General Practitioners are being urged to host James Cook University medical students for clinical placements to help boost doctor numbers in Far North Queensland.
Associate Professor in General Practice and Rural Medicine Ronny Gunnarsson said the university’s medical students undertake six terms in their fifth year with five of those hospital-based and one in General Practice.
“The program has been running in Cairns since 2004 and we have found once the students have an opportunity to experience the workings of a General Practice many of them express an interest in pursuing that career,” he said.
“The students who study in Far North Queensland and other rural areas are more likely to stay and work in this area where we have a shortage of GPs.
“Four of the fifth year students - Laura Plant, Benjamin Dickson, Dayal Jayawardena and Abhyuday Mandala - are undertaking placements at the Barrier Reef Medical Centre in Sheridan St this week (January 21-24).
“They will observe the GPs, see patients and then discuss the consultation with the supervising GP as well as spending time with the practice manager and nurse.
“Dr Ian Bennett at the Barrier Reef Medical Centre has hosted students since the inception of the program in Cairns.
“In acknowledgment of their support, and the support of other practices in Cairns, we are presenting signs advising patients of the practices which play an active role as a JCU teaching facility.”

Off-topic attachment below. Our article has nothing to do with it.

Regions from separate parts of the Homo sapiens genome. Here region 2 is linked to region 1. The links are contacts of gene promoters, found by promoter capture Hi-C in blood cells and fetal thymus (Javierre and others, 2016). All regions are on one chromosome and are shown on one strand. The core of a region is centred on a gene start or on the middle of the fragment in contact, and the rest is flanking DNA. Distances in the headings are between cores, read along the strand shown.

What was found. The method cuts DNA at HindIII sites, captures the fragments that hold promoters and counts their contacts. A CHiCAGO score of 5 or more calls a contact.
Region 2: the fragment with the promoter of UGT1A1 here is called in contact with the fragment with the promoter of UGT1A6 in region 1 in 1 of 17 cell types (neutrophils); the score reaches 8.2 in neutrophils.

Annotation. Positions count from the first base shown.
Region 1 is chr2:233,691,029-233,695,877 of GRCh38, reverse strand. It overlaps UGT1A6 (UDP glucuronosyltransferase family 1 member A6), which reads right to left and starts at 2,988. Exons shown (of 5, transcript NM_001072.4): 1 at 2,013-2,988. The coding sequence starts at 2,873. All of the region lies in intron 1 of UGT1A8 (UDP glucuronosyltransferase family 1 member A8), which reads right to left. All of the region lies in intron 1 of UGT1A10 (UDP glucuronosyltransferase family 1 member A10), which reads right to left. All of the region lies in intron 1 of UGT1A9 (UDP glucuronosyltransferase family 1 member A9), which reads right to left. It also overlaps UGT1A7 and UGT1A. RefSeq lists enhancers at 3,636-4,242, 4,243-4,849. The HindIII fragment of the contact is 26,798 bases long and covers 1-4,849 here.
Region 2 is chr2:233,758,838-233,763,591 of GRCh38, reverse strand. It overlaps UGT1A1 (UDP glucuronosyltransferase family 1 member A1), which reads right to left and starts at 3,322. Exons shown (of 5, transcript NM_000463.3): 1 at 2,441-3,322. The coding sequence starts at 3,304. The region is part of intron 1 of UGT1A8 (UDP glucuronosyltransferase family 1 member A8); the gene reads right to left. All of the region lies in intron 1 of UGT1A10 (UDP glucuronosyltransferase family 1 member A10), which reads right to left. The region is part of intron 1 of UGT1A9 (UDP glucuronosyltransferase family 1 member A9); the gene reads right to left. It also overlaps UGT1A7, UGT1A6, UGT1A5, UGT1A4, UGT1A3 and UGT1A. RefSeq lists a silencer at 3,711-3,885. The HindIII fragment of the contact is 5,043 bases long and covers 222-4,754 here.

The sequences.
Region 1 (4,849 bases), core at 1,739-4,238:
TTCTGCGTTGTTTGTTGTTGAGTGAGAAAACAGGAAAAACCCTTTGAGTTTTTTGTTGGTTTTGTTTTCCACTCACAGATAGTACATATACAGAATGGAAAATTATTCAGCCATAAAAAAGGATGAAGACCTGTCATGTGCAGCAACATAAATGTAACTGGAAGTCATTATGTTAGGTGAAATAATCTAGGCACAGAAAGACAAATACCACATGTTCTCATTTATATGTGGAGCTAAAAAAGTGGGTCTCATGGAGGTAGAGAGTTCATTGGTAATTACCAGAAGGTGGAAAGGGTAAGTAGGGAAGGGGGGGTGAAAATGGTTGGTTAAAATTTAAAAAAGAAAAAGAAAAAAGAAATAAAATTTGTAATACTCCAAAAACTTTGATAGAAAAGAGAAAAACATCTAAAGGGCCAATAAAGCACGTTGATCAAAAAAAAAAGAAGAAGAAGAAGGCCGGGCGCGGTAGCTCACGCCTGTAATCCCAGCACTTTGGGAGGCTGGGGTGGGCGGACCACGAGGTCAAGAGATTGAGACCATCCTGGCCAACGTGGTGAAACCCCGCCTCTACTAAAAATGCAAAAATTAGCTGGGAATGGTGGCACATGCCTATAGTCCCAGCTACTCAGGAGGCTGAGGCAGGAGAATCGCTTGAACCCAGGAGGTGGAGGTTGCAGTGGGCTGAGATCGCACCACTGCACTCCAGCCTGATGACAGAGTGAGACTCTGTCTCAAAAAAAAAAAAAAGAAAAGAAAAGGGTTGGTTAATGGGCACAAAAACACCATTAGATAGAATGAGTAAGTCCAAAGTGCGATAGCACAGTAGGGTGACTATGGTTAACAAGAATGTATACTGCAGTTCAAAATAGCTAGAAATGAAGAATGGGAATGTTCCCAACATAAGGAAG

Dr Bennett said it was a pleasure hosting the students and introducing them to the role of GPs.
“We show them how we are the gatekeepers of the health care system with the aim of keeping people well and out of hospital,” he said.
“Our role continues to evolve, for example GPs now need to expand their medical training to include preventative medicine and management of chronic disease like hypertension, heart disease, diabetes and asthma.”
Associate Professor Gunnarsson said currently there were not enough GP supervisors in the Cairns region available to participate in the program.
“In 2004 we had 19 medical students requiring placements and the intake has increased gradually with 62 students in Cairns requiring placements throughout 2014,” he said.
“As well as giving them an introduction to General Practice, the placements improve the clinical skills of the students who report the experience is invaluable for their professional development,” he said.
“The patients also find it a positive experience as the students are able to spend much longer with them talking about their health needs.”
Issued January 21, 2014
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